A soldier with the 82nd Airborne division naps while waiting to deploy to Poland on Feb. 14, 2022 at Fort Bragg, Fayetteville, North Carolina. (Melissa Sue Gerrits/Getty Images)

“Go to a chair in the room or go to a separate room and do something that’s relaxing but distracting,” Troxel said. That way, “you can actually get your body and your brain sleepy again so that you’re able to fall back to sleep.”

The key is to avoid stimulation from light or aggressive activity — so busying your brain with reading a book, listening to music or engaging in deep breathing could help, especially if a nightmare was the culprit in disrupting your sleep. 

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“Those types of self-soothing strategies can be really helpful, and you do that until you’re ready to return to bed,” said Troxel.

4. Know when to seek treatment — and know that help is out there

It might be time to seek medical treatment if sleep problems persist for more than three nights a week for longer than a month, noted Troxel.

Wendy Troxel told Fox News Digital that the more chronic sleep deprivation becomes, "the more debilitating it can become."  

Wendy Troxel told Fox News Digital that the more chronic sleep deprivation becomes, "the more debilitating it can become." (iStock)

“Better to nip it in the bud sooner rather than later, because the more chronic it becomes, the more debilitating it can become,” she said.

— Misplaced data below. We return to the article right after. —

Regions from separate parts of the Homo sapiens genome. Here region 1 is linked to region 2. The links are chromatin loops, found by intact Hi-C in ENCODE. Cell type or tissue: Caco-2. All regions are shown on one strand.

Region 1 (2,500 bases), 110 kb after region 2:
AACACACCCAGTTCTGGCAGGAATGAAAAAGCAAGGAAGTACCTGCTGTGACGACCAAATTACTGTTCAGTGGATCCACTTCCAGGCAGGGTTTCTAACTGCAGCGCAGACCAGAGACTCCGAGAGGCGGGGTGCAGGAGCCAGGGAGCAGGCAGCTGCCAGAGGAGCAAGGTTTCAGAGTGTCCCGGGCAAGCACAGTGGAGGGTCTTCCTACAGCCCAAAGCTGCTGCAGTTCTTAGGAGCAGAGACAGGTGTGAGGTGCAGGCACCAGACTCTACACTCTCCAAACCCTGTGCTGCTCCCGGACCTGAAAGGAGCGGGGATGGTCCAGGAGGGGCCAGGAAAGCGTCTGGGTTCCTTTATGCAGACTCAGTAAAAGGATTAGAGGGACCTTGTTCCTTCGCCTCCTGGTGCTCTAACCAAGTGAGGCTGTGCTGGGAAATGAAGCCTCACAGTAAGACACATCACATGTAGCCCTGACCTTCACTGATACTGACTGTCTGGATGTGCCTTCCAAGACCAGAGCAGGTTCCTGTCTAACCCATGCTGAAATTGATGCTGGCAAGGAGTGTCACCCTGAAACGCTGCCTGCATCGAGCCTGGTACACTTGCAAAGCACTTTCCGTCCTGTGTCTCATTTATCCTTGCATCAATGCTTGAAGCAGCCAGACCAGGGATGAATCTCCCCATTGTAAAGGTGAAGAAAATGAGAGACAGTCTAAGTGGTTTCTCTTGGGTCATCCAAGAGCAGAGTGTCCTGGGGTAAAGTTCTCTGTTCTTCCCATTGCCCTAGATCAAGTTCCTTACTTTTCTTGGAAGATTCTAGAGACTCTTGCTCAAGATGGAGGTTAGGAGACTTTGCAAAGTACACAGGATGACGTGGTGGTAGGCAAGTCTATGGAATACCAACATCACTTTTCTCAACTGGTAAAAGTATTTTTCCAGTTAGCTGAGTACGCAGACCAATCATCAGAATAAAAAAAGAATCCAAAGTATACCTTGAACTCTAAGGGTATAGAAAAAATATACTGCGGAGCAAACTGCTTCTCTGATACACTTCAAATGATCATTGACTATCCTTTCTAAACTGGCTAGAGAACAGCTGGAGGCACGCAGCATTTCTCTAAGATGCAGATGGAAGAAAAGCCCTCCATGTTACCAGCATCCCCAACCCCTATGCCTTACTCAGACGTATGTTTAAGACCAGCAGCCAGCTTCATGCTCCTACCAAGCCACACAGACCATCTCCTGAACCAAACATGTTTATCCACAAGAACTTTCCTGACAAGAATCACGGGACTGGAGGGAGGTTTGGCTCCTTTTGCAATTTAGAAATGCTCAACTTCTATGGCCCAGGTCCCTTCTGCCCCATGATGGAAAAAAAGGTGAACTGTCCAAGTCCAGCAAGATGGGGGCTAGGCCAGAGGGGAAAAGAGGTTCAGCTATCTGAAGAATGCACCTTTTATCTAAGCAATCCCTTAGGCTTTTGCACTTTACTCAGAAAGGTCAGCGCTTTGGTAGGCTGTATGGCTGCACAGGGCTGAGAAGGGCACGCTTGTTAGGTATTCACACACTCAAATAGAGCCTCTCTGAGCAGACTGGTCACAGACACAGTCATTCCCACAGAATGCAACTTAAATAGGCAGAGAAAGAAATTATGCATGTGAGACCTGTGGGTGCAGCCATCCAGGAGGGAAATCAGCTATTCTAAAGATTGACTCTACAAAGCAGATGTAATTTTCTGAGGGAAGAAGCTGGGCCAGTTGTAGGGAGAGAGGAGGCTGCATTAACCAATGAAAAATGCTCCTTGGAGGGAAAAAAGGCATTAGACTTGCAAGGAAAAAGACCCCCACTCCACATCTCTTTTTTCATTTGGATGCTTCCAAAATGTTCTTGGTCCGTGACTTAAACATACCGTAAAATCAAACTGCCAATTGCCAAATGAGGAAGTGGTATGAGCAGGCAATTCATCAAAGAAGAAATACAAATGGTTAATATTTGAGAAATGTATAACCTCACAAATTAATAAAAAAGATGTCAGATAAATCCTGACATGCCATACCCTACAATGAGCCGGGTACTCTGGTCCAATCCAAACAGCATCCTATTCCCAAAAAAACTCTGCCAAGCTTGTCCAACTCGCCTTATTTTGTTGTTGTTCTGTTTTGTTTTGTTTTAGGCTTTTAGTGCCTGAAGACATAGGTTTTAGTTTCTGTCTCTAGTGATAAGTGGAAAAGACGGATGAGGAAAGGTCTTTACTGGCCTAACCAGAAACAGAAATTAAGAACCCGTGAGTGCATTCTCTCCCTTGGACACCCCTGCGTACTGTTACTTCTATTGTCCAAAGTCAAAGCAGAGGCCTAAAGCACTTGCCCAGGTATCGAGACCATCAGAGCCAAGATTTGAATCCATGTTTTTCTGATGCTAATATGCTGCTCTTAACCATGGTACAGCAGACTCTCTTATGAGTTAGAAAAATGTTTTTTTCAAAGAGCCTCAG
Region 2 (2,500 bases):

She assured those suffering from PTSD that they should not feel shame in asking for help.

“The goal is to improve your sleep so that you can improve your stress resilience and ultimately optimize your performance,” she said. “There is help out there.”

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Troxel also stressed that the most effective treatments don’t come in the form of a pill.

“Don’t delay treatment. Don’t avoid treatment.”

Instead, behavioral treatment like cognitive behavioral therapy is recommended by the U.S. Department of Veterans Affairs as treatment for veterans with insomnia; it can help lessen the intensity of nightmares.

Neria confirmed that the more progress made in treatment, the less hyper-vigilant, anxious and depressed PTSD sufferers tend to become. His most recent research has leveraged horse-assisted therapy through the Man O’ War project, specifically catered to treat PTSD.

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“Don’t delay treatment. Don’t avoid treatment,” he said. 

5. Consider these related pieces of advice for better sleep

Consider taking natural supplements such as magnesium and melatonin, said Jen Satterly of All Secure Foundation; it’s always wise to check with your doctor first. “Work on your gut health for better sleep as well,” she said.

Don’t drink caffeine at least 8 to 10 hours before bed. 

Also, consider reducing or removing energy drinks from your diet. 

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Use meditation or sleep-assist apps such as Calm to help relax into sleep, “without having the TV on,” she said, “which can keep you awake in the long run.” 

Check with your doctor to see if you should have your hormone levels tested.

Angelica Stabile is a lifestyle writer for Fox News Digital. Follow her on Twitter at @atstabile.

Source Link:
https://www.foxnews.com/lifestyle/ptsd-awareness-day-veterans-military-better-sleep